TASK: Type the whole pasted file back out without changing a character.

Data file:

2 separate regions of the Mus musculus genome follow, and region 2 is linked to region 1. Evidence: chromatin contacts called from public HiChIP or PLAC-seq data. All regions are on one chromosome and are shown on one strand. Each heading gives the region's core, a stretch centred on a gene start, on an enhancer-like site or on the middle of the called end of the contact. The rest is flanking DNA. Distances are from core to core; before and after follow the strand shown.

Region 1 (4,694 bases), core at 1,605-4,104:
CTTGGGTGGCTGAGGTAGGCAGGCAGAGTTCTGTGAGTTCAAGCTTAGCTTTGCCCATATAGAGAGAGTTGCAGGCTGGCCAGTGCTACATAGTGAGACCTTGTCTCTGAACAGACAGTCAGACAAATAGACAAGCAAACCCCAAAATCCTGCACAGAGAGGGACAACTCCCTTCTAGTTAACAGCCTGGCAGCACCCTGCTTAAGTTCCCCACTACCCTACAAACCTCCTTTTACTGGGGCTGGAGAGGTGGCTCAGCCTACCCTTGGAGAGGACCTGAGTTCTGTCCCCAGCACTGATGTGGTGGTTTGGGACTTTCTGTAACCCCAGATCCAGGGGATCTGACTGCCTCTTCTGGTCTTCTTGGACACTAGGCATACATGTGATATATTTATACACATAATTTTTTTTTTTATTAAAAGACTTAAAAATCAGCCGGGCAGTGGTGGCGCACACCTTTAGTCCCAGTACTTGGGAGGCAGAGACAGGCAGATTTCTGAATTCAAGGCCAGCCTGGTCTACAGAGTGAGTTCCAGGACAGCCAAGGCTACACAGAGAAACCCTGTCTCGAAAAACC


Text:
2 separate regions of the Mus musculus genome follow, and region 2 is linked to region 1. Evidence: chromatin contacts called from public HiChIP or PLAC-seq data. All regions are on one chromosome and are shown on one strand. Each heading gives the region's core, a stretch centred on a gene start, on an enhancer-like site or on the middle of the called end of the contact. The rest is flanking DNA. Distances are from core to core; before and after follow the strand shown.

Region 1 (4,694 bases), core at 1,605-4,104:
CTTGGGTGGCTGAGGTAGGCAGGCAGAGTTCTGTGAGTTCAAGCTTAGCTTTGCCCATATAGAGAGAGTTGCAGGCTGGCCAGTGCTACATAGTGAGACCTTGTCTCTGAACAGACAGTCAGACAAATAGACAAGCAAACCCCAAAATCCTGCACAGAGAGGGACAACTCCCTTCTAGTTAACAGCCTGGCAGCACCCTGCTTAAGTTCCCCACTACCCTACAAACCTCCTTTTACTGGGGCTGGAGAGGTGGCTCAGCCTACCCTTGGAGAGGACCTGAGTTCTGTCCCCAGCACTGATGTGGTGGTTTGGGACTTTCTGTAACCCCAGATCCAGGGGATCTGACTGCCTCTTCTGGTCTTCTTGGACACTAGGCATACATGTGATATATTTATACACATAATTTTTTTTTTTATTAAAAGACTTAAAAATCAGCCGGGCAGTGGTGGCGCACACCTTTAGTCCCAGTACTTGGGAGGCAGAGACAGGCAGATTTCTGAATTCAAGGCCAGCCTGGTCTACAGAGTGAGTTCCAGGACAGCCAAGGCTACACAGAGAAACCCTGTCTCGAAAAACC